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Open Access Publications from the University of California


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Potential Relationships Between NAFLD Fibrosis Score and Graft Status in Liver Transplant Patients

Non-alcoholic fatty liver disease is projected to be the most common cause of liver failure in the coming decade and is a very common reason for liver transplantation. One measure of its severity is the level of hepatic fibrosis, traditionally assessed by a liver biopsy. The non-alcoholic fatty liver disease fibrosis score was developed to non-invasively predict the degree of fibrosis using patient characteristics and laboratory values. We hypothesized that this score could also be used to assess the quality of donated livers, since many donors are obese and thus have a higher risk of fatty liver disease. Using data from the United Network for Organ Sharing over two decades, this study tests whether graft failure is associated with the donor liver’s non-alcoholic fatty liver disease fibrosis score. Statistical analysis yielded that the relationship between the score and time till graft failure is insignificant: A chi-square test of independence between the two gives a p-value of .1311, and a Kaplan-Meier survival analysis yielded a p-value of .2, neither of which were under the significance level of .05. Though the results were not statistically significant, future studies on non-invasive assessments and their use may illuminate possibilities for clinical applications.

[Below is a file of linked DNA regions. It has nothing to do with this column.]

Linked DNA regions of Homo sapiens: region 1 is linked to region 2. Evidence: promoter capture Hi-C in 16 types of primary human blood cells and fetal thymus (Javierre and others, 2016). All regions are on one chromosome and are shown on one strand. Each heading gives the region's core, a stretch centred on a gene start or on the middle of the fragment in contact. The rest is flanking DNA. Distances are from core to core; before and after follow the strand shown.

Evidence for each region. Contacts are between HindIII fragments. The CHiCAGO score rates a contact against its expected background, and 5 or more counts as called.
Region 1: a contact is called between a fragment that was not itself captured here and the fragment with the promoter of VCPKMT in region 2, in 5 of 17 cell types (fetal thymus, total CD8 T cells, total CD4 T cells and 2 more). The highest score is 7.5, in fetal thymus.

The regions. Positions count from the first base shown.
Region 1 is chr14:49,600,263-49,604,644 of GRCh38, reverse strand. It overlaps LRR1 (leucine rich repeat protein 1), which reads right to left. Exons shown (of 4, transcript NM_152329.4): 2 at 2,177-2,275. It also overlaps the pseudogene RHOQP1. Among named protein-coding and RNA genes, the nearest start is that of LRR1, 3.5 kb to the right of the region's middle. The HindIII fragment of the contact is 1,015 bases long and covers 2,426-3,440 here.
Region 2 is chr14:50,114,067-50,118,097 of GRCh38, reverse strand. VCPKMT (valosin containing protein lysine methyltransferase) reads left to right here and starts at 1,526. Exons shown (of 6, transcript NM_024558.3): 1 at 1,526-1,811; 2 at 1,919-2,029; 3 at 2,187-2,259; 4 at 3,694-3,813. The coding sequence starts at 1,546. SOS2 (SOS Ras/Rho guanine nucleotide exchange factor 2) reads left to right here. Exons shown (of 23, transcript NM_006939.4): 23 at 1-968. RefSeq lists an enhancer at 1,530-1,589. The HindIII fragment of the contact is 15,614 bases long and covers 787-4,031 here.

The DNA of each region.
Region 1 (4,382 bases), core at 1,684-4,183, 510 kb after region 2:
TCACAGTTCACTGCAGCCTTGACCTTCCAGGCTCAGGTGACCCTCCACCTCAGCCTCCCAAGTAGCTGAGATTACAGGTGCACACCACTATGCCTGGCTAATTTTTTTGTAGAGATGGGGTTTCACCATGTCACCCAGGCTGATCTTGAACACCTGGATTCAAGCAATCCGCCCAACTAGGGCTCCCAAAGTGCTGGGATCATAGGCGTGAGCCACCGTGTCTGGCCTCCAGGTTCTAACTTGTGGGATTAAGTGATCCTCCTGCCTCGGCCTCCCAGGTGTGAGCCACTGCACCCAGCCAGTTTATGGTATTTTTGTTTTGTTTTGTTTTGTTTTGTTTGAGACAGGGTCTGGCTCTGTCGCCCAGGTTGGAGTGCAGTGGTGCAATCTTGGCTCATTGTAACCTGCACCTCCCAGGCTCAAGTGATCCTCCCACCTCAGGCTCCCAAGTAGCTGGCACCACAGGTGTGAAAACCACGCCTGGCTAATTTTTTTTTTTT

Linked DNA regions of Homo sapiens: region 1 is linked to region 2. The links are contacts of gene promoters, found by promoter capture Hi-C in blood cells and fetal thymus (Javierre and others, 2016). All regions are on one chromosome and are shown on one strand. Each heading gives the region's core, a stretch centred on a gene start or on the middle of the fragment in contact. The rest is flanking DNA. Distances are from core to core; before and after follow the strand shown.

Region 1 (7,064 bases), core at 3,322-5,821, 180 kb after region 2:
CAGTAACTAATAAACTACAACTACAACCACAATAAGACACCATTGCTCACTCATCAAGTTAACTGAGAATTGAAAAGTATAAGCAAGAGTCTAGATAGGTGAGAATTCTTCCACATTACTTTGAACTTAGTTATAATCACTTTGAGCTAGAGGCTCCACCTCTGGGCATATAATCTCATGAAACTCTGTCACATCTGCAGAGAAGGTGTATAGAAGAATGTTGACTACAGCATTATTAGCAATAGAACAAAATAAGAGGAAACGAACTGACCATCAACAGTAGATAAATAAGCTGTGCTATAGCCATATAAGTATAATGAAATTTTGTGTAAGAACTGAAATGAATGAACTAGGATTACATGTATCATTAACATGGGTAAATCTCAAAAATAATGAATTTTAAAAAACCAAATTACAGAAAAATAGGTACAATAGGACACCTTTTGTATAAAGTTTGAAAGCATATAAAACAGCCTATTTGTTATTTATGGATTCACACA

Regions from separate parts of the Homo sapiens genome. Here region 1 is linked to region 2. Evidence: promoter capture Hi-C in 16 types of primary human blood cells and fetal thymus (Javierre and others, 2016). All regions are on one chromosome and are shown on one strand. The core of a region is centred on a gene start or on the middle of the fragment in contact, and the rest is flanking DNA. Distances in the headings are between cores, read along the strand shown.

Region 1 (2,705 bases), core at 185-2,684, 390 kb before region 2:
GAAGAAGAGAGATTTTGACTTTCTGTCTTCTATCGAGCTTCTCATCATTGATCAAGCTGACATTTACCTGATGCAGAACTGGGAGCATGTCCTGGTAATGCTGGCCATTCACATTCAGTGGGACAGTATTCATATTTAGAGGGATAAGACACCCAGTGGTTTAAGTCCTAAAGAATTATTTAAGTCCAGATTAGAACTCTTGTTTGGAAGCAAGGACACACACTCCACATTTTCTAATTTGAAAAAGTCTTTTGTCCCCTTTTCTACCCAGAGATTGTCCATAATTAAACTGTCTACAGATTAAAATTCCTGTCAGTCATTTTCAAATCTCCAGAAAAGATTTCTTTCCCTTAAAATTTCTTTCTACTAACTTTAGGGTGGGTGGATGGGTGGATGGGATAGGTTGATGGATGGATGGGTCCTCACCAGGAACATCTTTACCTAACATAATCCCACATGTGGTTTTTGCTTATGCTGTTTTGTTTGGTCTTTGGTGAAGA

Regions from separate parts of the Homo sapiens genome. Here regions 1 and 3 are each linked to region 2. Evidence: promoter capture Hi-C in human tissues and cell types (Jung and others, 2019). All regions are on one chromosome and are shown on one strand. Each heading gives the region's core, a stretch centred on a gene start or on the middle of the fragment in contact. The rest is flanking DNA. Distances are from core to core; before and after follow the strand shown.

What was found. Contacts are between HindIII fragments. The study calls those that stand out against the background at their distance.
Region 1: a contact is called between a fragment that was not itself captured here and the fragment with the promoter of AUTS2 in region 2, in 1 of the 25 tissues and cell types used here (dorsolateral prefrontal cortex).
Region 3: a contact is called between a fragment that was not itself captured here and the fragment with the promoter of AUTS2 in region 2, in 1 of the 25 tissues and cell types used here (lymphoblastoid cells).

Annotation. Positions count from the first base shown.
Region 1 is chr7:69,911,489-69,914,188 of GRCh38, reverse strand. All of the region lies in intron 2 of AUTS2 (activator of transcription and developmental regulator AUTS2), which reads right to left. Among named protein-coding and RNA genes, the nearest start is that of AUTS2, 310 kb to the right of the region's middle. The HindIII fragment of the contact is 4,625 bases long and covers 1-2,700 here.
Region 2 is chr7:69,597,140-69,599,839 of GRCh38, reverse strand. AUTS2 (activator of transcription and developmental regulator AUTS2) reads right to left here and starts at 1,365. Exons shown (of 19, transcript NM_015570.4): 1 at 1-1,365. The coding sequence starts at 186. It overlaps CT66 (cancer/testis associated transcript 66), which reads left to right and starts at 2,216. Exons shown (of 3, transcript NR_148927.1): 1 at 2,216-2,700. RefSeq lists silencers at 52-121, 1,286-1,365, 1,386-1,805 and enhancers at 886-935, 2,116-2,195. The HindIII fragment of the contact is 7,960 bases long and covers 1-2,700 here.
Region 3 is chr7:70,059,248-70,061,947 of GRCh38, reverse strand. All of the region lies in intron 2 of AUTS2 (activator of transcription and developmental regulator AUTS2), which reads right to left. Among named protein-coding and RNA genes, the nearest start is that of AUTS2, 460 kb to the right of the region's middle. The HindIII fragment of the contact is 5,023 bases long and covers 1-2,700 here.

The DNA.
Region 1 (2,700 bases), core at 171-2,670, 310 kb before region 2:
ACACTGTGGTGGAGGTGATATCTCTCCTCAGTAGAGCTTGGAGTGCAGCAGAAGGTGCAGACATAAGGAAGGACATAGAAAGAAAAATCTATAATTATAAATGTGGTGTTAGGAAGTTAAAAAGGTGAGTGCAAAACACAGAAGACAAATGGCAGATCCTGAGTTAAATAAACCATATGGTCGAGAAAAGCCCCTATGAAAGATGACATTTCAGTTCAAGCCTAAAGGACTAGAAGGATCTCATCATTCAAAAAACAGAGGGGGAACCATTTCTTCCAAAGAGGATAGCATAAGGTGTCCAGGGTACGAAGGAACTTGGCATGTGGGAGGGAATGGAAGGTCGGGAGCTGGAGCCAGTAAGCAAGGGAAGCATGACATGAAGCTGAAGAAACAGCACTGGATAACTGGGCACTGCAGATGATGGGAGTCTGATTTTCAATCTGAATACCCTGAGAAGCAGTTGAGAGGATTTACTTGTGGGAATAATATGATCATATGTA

Reimagining Autonomous Underwater Vehicle Charging Stations with Wave Energy

The vast capabilities of autonomous underwater vehicles (AUVs)—such as in assisting scientific research, conducting military tasks, and repairing oil pipelines—are limited by high operating costs and the relative inaccessibility of power in the open ocean. Wave powered AUV charging stations may address these issues. With projected increases in usage of AUVs globally in the next five years, AUV charging stations can enable less expensive and longer AUV missions. This paper summarizes the design process and investigates the feasibility of a wave powered, mobile AUV charging station, including the choice of a wave energy converter and AUV docking station as well as the ability to integrate the charging station with an autonomous surface vehicle. The charging station proposed in this paper meets many different commercial, scientific, and defense needs, including continuous power availability, data transmission capabilities, and mobility. It will be positioned as a hub for AUV operations, enabling missions to run autonomously with no support ship. The potential market for this design is very promising, with an estimated $1.64 million market size just for AUV technologies by 2025.

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